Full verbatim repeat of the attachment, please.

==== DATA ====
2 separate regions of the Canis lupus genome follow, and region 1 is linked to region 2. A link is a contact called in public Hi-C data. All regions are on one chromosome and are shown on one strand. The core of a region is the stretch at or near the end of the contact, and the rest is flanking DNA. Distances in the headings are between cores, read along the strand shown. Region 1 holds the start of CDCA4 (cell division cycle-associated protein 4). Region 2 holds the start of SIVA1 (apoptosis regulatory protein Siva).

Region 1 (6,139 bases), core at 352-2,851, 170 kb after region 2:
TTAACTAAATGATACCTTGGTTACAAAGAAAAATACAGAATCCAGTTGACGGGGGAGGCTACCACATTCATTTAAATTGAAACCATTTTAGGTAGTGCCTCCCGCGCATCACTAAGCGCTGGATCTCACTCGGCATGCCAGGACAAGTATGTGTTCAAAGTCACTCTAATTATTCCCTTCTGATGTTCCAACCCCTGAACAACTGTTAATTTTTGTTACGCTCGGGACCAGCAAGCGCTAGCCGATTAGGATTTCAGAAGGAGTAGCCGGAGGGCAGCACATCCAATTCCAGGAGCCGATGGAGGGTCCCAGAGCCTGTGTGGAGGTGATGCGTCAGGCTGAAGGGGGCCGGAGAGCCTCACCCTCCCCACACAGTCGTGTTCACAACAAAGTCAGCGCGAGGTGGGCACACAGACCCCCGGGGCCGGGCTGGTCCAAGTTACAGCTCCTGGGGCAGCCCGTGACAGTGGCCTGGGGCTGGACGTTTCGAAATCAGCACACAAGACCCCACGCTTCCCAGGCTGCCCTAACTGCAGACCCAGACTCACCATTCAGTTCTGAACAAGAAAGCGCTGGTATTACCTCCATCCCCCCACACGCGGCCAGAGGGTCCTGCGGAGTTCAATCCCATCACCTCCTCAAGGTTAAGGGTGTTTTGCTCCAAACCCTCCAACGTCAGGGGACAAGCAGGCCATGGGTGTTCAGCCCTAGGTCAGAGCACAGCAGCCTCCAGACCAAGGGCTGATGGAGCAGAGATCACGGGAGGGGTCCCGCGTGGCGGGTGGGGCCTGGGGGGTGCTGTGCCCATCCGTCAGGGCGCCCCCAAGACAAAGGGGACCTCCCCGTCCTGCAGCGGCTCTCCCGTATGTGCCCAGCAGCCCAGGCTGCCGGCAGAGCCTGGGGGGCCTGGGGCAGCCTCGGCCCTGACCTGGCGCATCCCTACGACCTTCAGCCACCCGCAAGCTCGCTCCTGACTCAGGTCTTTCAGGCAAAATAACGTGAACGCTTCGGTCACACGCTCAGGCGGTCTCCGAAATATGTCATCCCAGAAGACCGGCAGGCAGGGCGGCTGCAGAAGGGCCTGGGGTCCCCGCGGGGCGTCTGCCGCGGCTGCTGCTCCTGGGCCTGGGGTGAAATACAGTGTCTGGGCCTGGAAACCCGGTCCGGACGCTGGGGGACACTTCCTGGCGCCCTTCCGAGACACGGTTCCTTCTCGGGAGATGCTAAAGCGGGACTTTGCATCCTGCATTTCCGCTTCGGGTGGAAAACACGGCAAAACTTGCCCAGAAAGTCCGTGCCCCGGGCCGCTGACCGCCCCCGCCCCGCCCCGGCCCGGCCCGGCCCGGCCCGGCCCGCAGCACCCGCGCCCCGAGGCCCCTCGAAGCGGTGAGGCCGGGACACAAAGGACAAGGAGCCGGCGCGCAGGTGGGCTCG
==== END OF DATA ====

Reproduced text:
2 separate regions of the Canis lupus genome follow, and region 1 is linked to region 2. A link is a contact called in public Hi-C data. All regions are on one chromosome and are shown on one strand. The core of a region is the stretch at or near the end of the contact, and the rest is flanking DNA. Distances in the headings are between cores, read along the strand shown. Region 1 holds the start of CDCA4 (cell division cycle-associated protein 4). Region 2 holds the start of SIVA1 (apoptosis regulatory protein Siva).

Region 1 (6,139 bases), core at 352-2,851, 170 kb after region 2:
TTAACTAAATGATACCTTGGTTACAAAGAAAAATACAGAATCCAGTTGACGGGGGAGGCTACCACATTCATTTAAATTGAAACCATTTTAGGTAGTGCCTCCCGCGCATCACTAAGCGCTGGATCTCACTCGGCATGCCAGGACAAGTATGTGTTCAAAGTCACTCTAATTATTCCCTTCTGATGTTCCAACCCCTGAACAACTGTTAATTTTTGTTACGCTCGGGACCAGCAAGCGCTAGCCGATTAGGATTTCAGAAGGAGTAGCCGGAGGGCAGCACATCCAATTCCAGGAGCCGATGGAGGGTCCCAGAGCCTGTGTGGAGGTGATGCGTCAGGCTGAAGGGGGCCGGAGAGCCTCACCCTCCCCACACAGTCGTGTTCACAACAAAGTCAGCGCGAGGTGGGCACACAGACCCCCGGGGCCGGGCTGGTCCAAGTTACAGCTCCTGGGGCAGCCCGTGACAGTGGCCTGGGGCTGGACGTTTCGAAATCAGCACACAAGACCCCACGCTTCCCAGGCTGCCCTAACTGCAGACCCAGACTCACCATTCAGTTCTGAACAAGAAAGCGCTGGTATTACCTCCATCCCCCCACACGCGGCCAGAGGGTCCTGCGGAGTTCAATCCCATCACCTCCTCAAGGTTAAGGGTGTTTTGCTCCAAACCCTCCAACGTCAGGGGACAAGCAGGCCATGGGTGTTCAGCCCTAGGTCAGAGCACAGCAGCCTCCAGACCAAGGGCTGATGGAGCAGAGATCACGGGAGGGGTCCCGCGTGGCGGGTGGGGCCTGGGGGGTGCTGTGCCCATCCGTCAGGGCGCCCCCAAGACAAAGGGGACCTCCCCGTCCTGCAGCGGCTCTCCCGTATGTGCCCAGCAGCCCAGGCTGCCGGCAGAGCCTGGGGGGCCTGGGGCAGCCTCGGCCCTGACCTGGCGCATCCCTACGACCTTCAGCCACCCGCAAGCTCGCTCCTGACTCAGGTCTTTCAGGCAAAATAACGTGAACGCTTCGGTCACACGCTCAGGCGGTCTCCGAAATATGTCATCCCAGAAGACCGGCAGGCAGGGCGGCTGCAGAAGGGCCTGGGGTCCCCGCGGGGCGTCTGCCGCGGCTGCTGCTCCTGGGCCTGGGGTGAAATACAGTGTCTGGGCCTGGAAACCCGGTCCGGACGCTGGGGGACACTTCCTGGCGCCCTTCCGAGACACGGTTCCTTCTCGGGAGATGCTAAAGCGGGACTTTGCATCCTGCATTTCCGCTTCGGGTGGAAAACACGGCAAAACTTGCCCAGAAAGTCCGTGCCCCGGGCCGCTGACCGCCCCCGCCCCGCCCCGGCCCGGCCCGGCCCGGCCCGGCCCGCAGCACCCGCGCCCCGAGGCCCCTCGAAGCGGTGAGGCCGGGACACAAAGGACAAGGAGCCGGCGCGCAGGTGGGCTCG